Not only is the central bank constantly creating money out
of thin air, but the fractional reserve system allows
financial institutions to increase credit many times over.
When money creation is sustained, a financial bubble begins
to feed on itself, higher prices allowing the owners of
inflated titles to spend and borrow more, leading to more
credit creation and to even higher prices.
As prices get distorted, malinvestments, or investments that
should not have been made under normal market conditions,
accumulate. Despite this, financial institutions have an
incentive to join this frenzy of irresponsible lending, or
else they will lose market shares to competitors. With "liquidities"
in overabundance, more and more risky decisions are made to
increase yields and leveraging reaches dangerous levels.
During that mania phase, everybody seems to believe that the
boom will go on. Only the Austrians warn that it cannot last
forever, as Friedrich Hayek and Ludwig von Mises did before
the 1929 crash, and as their followers have done for the
past several years.
Now, what should be done when that pyramidal scheme starts
crashing to the floor, because of a series of cascading
failures or concern from the central bank that inflation is
getting out of control? It's obvious that credit will shrink,
because everyone will want to get out of risky businesses,
to call back loans and to put their money in safe places.
Malinvestments have to be liquidated; prices have to come
down to realistic levels; and resources stuck in
unproductive uses have to be freed and moved to sectors that
have real demand. Only then will capital again become
available for productive investments.
Friedmanites, who have no conception of malinvestments and
never raise any issue with the boom, also cannot understand
why it inevitably leads to a crash. They only see the drying
up of credit and blame the Fed for not injecting massive
enough amounts of liquidities to prevent it.
But central banks and governments cannot transform
unprofitable investments into profitable ones. They cannot
force institutions to increase lending when they are so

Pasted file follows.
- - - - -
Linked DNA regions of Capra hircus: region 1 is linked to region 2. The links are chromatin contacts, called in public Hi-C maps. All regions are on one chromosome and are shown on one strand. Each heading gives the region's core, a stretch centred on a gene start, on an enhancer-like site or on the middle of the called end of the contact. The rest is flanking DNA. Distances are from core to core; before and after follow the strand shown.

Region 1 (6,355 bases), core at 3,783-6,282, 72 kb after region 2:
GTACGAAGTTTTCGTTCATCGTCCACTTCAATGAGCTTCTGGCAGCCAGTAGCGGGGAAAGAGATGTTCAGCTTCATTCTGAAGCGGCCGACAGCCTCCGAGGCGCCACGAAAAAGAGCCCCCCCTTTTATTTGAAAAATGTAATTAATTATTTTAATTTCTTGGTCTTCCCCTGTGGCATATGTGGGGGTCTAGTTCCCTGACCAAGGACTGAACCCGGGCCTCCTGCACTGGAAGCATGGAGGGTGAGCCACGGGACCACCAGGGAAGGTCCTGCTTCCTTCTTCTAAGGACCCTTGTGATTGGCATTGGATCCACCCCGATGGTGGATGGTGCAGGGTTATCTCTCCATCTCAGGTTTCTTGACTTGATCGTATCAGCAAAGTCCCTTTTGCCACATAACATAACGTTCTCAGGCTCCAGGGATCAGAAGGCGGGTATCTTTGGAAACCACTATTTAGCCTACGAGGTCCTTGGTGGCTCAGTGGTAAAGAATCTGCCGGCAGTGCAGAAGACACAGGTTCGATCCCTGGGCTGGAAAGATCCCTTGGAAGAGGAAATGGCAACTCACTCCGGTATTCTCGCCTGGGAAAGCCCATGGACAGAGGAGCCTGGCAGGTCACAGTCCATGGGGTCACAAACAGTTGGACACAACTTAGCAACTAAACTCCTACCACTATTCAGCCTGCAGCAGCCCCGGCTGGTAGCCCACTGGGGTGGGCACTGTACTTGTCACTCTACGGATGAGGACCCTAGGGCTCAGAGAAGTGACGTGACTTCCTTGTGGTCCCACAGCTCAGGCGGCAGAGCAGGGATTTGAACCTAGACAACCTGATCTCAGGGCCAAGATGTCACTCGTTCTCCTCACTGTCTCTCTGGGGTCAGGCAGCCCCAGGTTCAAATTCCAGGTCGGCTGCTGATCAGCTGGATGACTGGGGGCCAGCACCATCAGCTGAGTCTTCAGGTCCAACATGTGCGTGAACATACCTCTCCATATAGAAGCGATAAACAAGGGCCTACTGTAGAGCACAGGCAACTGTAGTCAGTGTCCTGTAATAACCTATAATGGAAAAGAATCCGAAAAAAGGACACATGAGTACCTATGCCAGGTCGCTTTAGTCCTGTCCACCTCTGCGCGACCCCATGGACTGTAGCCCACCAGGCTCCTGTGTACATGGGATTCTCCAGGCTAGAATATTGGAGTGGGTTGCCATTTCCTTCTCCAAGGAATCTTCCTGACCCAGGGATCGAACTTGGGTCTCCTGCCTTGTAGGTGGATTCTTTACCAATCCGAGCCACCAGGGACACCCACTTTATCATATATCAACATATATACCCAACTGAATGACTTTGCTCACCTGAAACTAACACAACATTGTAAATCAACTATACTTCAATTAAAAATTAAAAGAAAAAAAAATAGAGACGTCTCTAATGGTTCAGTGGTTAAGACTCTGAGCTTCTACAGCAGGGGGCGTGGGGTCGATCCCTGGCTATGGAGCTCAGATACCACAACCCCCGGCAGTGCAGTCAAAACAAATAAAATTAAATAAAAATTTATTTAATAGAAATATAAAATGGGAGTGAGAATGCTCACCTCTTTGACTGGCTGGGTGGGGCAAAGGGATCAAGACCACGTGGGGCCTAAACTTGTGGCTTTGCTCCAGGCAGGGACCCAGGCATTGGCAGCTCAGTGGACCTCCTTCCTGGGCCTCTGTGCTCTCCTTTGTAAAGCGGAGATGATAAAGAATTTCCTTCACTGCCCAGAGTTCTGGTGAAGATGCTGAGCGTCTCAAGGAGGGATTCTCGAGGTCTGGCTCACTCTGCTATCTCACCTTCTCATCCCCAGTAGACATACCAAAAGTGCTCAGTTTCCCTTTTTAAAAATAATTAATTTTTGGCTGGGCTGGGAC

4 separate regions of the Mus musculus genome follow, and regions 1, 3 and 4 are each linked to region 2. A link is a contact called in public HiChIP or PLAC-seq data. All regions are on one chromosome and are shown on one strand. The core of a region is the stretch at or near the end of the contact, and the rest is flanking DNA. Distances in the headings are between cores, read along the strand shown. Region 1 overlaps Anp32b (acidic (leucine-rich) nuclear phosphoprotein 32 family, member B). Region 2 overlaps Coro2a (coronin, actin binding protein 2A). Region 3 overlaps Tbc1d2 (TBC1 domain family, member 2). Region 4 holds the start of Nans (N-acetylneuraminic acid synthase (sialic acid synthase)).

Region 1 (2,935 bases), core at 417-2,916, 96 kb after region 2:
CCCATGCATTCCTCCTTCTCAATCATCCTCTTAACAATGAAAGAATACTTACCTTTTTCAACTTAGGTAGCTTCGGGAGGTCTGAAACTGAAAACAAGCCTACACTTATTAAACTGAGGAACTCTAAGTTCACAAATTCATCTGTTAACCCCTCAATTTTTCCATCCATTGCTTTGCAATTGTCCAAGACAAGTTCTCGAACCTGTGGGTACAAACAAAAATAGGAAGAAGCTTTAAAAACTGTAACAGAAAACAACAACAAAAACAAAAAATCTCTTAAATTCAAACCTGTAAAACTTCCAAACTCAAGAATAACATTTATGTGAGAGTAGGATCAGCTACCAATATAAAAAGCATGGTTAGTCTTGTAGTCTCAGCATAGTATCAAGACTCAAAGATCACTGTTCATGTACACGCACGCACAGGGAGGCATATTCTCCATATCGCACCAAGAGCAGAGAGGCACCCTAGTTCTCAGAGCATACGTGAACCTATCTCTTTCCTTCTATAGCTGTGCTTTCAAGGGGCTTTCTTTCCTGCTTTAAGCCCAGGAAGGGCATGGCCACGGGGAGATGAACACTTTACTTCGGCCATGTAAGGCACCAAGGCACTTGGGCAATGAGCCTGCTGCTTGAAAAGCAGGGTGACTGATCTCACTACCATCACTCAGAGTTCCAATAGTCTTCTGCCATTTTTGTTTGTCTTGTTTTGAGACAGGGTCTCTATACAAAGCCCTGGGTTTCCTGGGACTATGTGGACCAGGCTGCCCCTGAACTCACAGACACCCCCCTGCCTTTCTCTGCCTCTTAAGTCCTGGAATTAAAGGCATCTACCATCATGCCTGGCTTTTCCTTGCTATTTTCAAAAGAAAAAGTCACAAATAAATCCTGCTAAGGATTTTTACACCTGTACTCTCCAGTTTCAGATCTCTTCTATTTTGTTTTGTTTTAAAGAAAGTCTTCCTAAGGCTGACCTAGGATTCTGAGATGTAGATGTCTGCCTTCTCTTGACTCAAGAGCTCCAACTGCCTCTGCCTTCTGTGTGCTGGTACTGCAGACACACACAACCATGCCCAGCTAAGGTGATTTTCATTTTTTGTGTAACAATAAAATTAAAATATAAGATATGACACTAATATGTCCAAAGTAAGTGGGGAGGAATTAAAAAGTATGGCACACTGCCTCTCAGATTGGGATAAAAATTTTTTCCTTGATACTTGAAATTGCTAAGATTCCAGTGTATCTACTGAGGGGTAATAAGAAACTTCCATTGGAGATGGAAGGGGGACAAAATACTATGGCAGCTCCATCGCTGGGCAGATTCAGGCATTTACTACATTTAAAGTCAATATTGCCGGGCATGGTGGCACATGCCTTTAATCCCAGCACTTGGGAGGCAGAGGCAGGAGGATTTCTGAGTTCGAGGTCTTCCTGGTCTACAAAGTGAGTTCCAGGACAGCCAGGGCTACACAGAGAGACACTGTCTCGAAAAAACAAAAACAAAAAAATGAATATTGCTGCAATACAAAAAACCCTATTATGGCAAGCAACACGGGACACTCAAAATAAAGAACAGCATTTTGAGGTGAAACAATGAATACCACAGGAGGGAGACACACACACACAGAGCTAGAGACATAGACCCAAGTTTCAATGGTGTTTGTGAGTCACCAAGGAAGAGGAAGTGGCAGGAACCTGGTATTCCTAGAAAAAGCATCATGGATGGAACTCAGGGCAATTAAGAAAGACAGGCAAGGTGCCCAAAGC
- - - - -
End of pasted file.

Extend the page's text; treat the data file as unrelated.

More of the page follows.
exposed. This is why calls for throwing more money at the
problem are so totally misguided. Injections of liquidities
started more than a year ago and have had no effect in
preventing the situation from getting worse. Such measures
can only delay the market correction and turn what should be
a quick recession into a prolonged one.
Friedman who, contrary to popular perception, was not a
foe of monetary inflation, but simply wanted to keep it
under better control in normal circumstances was wrong
about the Fed not intervening during the Depression. It
tried repeatedly to inflate but credit still went down for
various reasons. This is a key difference in interpretation
between the Austrian and Chicago schools.
As Friedrich Hayek wrote in 1932, "Instead of furthering the
inevitable liquidation of the maladjustments brought about
by the boom during the last three years, all conceivable
means have been used to prevent that readjustment from
taking place; and one of these means, which has been
repeatedly tried though without success, from the earliest
to the most recent stages of depression, has been this
deliberate policy of credit expansion. ... To combat the
depression by a forced credit expansion is to attempt to
cure the evil by the very means which brought it about..."
The confusion of Chicago school economics on monetary issues
is so profound as to lead its adherents today to support the
largest government grab of private capital in world history.
By adding their voices to those on the left, these confused
free-marketeers are not helping to "save capitalism," but contributing to its destruction.